Mr. Choy has successfully tried cases throughout the Commonwealth of Kentucky and the State of Georgia for over two decades. His appellate practice includes numerous published decisions before the Georgia Court of Appeals and the Georgia Supreme Court as well as the federal Court of Appeals (6th and 11th) and the Supreme Court of the United States. His successful defense of a deputy sheriff resulted in Scott v. Harris, the United States Supreme Court's landmark Fourth Amendment decision establishing the parameters for the use of force in a high-speed pursuit. Scott v. Harris also established the federal summary judgment standard for the use of video evidence, which is taught by law schools throughout the country.
Mr. Choy has defended governments and law enforcement officers in many high-profile cases involving excessive use of force (firearm, Taser, pepper spray, ASP baton and other tactical tools), false arrest, malicious prosecution, false imprisonment, high-speed pursuits and conditions of confinement. He has also defended businesses in a variety of state-law claims, including premises liability, negligent security, transportation, defamation, nuisance and products liability. Given his vast experience in handling high-exposure cases, he is often times asked to provide second opinions on policy-limit demands and advise excess carriers.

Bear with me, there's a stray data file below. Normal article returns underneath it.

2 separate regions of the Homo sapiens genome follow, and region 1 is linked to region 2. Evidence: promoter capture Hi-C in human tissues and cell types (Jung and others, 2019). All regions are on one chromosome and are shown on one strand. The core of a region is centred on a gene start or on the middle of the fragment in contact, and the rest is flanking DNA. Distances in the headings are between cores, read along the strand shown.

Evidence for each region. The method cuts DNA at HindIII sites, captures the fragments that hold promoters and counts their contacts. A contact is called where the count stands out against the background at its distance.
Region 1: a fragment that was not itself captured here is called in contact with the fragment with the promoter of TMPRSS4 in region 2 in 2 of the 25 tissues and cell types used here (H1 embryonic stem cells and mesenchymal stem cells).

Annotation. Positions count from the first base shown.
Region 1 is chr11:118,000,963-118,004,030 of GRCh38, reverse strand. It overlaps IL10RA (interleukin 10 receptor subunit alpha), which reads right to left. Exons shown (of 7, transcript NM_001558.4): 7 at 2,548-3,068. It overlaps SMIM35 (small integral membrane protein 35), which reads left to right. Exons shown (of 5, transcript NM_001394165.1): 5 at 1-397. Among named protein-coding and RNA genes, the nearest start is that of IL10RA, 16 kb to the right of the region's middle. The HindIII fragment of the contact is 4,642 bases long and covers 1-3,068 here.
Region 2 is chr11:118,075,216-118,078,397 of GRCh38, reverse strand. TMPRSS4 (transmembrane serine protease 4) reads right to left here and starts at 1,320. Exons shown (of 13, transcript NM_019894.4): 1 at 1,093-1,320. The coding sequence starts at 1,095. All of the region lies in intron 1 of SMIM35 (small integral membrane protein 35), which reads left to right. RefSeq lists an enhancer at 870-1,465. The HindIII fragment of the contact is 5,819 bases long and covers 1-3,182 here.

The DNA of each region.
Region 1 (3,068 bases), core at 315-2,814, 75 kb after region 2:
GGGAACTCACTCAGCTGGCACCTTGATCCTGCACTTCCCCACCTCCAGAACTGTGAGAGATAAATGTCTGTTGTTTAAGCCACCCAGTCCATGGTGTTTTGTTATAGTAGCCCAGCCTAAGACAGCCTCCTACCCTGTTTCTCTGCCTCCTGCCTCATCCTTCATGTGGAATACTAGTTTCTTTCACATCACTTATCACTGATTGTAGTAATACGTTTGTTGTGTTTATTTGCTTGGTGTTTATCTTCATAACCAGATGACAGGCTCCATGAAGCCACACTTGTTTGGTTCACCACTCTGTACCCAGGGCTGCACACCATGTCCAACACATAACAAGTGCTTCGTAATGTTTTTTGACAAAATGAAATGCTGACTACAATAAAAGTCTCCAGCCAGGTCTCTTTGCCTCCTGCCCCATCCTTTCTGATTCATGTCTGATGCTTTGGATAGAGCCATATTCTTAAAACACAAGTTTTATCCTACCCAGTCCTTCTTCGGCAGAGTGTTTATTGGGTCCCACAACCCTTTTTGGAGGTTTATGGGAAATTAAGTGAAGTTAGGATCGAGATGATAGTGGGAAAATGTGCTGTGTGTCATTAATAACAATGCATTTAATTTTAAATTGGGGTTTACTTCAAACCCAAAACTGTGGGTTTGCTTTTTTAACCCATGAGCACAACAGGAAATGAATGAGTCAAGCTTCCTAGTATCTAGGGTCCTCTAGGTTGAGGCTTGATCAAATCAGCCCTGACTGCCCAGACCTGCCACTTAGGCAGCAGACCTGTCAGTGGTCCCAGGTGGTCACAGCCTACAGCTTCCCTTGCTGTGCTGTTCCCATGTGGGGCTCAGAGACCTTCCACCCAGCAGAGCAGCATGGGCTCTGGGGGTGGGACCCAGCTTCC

He received his undergraduate degree from Emory University (B.S.) and his law degree from University of Louisville (J.D.) where he was a member of the Journal of Family Law. He is a frequent author and speaker on governmental liability and personal injury defense issues. He speaks on a national basis at industry and insurance-related conferences such as Defense Research Institute, Council on Litigation Management and International Municipal Lawyers Association. He was selected as a Georgia Super Lawyer "Rising Star" as published by Law & Politics and Atlanta Magazine.